EU lawmakers urge halt to Turkey EU membership talks

November 24, 2016 6:35 AM EST

A European Union (L) and Turkish flag fly outside a hotel in Istanbul, Turkey, May 4, 2016. REUTERS/Murad Sezer/File Photo


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By Gilbert Reilhac

STRASBOURG (Reuters) - European Union lawmakers called on Thursday for a temporary halt to EU membership talks with Turkey because of Ankara's "disproportionate" reaction to July's failed coup, although EU governments are unlikely to take heed.

Members of the European Parliament voted 479 to 37 in favour of a non-binding motion urging the European Commission and national governments to institute what lawmakers acknowledge would be a largely symbolic freeze in negotiations that have been going on for 11 years but have long been stalled.

Turkish Prime Minister Binali Yildirim dismissed the vote as having no importance, an echo of comments this week by President Tayyip Erdogan, but he also warned Europe that cutting ties with Turkey would mean a "flood" of migrants to the bloc.

"We are one of the factors protecting Europe. If refugees go through, they will flood into Europe and take it over, and Turkey prevents this," Yildirim said in an interview with state broadcaster TRT Haber.

"I accept that cutting off ties with Europe would harm Turkey, but it would damage Europe five-to-six times more."

Deputy Prime Minister Mehmet Simsek said the vote would do nothing to encourage reforms, describing it on Twitter as populist and short-sighted.

Neither side expects Turkey to be in a position to join the EU for many years to come.

More than 125,000 people - including soldiers, academics, judges, journalists and Kurdish leaders - have been detained or dismissed over their alleged backing for the July 15 coup attempt, in what opponents, rights groups and some Western allies say is an attempt to crush all dissent.

"The European Parliament ... strongly condemns the disproportionate repressive measures taken in Turkey since the failed military coup attempt in July," the parliament motion read, although it added that it remained committed to keeping Turkey "anchored" to the EU.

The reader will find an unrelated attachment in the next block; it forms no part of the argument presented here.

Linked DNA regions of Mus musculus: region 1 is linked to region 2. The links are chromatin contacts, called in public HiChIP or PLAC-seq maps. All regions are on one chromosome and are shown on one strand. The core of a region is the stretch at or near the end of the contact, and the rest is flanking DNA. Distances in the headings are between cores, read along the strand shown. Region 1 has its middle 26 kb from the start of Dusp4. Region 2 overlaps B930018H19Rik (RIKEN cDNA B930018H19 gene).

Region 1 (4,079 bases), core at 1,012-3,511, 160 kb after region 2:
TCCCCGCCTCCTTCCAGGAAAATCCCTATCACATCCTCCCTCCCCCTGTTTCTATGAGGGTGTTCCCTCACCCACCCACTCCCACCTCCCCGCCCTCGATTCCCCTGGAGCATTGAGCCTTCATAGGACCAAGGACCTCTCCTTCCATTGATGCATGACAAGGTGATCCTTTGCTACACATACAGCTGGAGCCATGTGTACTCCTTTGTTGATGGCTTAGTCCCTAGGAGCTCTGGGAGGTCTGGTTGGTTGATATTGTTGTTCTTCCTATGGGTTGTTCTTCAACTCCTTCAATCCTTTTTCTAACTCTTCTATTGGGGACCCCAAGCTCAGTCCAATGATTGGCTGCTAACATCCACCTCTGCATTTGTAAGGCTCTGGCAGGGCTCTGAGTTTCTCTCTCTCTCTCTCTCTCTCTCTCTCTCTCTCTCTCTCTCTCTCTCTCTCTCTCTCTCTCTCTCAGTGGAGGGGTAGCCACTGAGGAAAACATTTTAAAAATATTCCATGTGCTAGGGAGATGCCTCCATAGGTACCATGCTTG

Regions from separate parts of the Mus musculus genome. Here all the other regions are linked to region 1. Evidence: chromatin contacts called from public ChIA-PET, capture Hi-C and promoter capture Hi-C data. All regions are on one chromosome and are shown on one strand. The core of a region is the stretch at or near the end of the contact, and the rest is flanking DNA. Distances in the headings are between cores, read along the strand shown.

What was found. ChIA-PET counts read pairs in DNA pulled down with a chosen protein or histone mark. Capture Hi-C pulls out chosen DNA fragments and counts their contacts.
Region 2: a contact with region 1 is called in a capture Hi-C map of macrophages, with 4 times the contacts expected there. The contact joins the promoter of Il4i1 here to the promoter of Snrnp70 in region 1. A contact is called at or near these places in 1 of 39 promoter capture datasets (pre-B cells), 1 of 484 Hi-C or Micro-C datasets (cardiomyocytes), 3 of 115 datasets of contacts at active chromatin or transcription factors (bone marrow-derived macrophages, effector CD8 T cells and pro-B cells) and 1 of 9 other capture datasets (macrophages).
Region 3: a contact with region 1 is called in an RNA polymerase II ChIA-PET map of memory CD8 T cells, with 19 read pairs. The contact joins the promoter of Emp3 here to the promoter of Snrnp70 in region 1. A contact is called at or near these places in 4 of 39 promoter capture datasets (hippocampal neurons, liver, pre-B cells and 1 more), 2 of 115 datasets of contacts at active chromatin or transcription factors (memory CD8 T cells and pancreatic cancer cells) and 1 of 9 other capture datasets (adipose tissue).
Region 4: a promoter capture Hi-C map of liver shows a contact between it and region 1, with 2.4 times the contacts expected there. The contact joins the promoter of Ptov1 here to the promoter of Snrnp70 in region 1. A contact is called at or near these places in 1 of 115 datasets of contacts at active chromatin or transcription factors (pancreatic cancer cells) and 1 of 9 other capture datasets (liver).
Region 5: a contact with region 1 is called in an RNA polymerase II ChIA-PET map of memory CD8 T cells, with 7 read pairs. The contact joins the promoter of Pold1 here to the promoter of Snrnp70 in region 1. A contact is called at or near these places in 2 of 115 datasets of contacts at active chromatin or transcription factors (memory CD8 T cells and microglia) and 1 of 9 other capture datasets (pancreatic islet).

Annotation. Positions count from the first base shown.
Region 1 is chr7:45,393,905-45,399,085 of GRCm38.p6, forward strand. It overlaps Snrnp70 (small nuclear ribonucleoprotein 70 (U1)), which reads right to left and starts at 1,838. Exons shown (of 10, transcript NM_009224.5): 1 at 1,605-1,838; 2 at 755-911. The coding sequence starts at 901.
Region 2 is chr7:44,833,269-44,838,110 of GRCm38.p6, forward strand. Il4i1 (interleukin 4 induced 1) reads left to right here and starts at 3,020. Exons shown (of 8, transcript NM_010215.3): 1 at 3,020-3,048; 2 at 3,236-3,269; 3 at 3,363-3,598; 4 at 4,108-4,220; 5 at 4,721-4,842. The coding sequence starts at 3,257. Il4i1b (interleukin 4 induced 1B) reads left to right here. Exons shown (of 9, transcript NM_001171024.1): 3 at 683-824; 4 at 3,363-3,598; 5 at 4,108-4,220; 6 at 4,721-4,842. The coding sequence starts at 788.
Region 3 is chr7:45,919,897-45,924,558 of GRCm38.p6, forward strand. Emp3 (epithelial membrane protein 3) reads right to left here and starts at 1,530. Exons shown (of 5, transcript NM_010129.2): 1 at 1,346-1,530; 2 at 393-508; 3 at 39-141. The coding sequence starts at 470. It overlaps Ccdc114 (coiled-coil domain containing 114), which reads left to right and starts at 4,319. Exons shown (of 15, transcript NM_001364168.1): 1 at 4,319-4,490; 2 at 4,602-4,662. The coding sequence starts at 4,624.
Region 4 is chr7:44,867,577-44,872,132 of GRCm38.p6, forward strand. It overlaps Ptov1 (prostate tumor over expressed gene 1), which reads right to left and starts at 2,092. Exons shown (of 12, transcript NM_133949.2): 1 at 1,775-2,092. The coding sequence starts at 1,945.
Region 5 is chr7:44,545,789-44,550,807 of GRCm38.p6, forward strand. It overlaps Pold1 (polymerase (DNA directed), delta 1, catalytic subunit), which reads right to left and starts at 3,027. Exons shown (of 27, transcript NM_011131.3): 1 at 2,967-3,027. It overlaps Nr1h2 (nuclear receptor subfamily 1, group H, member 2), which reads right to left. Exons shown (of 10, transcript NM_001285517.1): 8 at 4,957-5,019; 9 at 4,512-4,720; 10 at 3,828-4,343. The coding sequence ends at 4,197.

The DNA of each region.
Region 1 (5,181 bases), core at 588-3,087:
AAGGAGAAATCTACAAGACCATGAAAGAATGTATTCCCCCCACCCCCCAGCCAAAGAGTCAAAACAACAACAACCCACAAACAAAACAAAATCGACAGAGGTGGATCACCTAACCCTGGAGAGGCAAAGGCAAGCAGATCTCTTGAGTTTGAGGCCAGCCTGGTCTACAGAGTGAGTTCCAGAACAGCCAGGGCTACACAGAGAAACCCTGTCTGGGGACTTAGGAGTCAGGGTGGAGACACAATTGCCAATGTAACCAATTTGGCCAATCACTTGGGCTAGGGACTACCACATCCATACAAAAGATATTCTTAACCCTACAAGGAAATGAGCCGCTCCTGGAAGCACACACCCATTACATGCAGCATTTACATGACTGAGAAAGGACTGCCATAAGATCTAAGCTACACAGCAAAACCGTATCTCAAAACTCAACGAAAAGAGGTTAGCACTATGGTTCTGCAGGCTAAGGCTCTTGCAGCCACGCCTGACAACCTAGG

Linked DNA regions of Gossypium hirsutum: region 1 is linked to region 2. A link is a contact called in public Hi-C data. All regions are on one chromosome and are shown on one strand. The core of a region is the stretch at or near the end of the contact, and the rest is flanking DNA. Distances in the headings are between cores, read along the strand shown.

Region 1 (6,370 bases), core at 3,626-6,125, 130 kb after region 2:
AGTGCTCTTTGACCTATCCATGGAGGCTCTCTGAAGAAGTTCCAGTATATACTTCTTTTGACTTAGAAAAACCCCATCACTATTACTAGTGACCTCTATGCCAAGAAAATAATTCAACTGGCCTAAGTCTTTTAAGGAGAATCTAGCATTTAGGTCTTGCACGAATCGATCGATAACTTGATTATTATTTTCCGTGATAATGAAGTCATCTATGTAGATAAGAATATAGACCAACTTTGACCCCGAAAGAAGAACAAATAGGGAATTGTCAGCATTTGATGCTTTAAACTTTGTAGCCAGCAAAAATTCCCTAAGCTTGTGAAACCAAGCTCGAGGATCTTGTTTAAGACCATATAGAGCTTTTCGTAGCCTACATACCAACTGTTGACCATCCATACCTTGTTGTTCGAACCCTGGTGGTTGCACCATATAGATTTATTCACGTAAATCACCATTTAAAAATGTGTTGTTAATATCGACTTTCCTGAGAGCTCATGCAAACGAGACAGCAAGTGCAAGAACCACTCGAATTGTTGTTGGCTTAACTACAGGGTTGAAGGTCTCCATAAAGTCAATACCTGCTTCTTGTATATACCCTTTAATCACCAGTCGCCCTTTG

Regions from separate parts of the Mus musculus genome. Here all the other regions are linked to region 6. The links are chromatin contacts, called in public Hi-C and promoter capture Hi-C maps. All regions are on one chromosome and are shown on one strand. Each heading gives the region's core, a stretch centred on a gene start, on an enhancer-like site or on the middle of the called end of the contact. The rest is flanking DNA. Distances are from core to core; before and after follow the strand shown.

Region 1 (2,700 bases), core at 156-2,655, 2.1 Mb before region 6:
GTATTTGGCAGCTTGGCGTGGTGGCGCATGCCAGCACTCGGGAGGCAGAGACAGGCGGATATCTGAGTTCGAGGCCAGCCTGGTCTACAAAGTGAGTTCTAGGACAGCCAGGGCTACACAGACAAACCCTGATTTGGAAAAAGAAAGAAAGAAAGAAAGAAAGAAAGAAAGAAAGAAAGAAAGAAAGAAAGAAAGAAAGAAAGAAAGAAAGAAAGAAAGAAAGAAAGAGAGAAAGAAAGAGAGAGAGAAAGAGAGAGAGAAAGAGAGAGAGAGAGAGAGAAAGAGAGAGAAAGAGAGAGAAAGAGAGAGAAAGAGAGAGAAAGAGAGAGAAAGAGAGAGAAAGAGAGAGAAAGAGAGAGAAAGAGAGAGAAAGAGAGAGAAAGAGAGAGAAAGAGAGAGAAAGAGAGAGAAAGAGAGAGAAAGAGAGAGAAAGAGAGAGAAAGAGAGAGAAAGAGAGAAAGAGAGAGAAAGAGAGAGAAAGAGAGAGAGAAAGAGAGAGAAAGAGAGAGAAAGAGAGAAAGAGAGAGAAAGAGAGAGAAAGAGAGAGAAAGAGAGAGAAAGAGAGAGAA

Austria has led calls to stop Turkey's membership talks. Germany, France and most other EU states for now back continued engagement and fear putting at risk Erdogan's collaboration on migration.

The EU executive's top diplomat, Federica Mogherini, has said an end to the accession process would result in a lose-lose situation.

EU leaders are due to discuss Turkey again when they meet in Brussels at a regular summit on Dec. 15-16.

Erdogan accuses the EU of failing to understand the gravity of threats to Turkey. He said the bloc would have to "live with the consequences" if it stopped the talks and that Ankara could instead join an security alliance run by Russia and China.

Turkey still hopes to win visa-free travel for its citizens to the EU, part of an EU promise in exchange for its help in keeping migrants away from Europe, although the chances of it winning that right by the end of this year seem distant.

As part of the same deal with the EU in March, Brussels agreed to reinvigorate accession talks.

(Reporting By Philip Blenkinsop in Brussels, Tuvan Gumrukcu and Gulsen Solaker in Ankara; Editing by Jeremy Gaunt and Robin Pomeroy)



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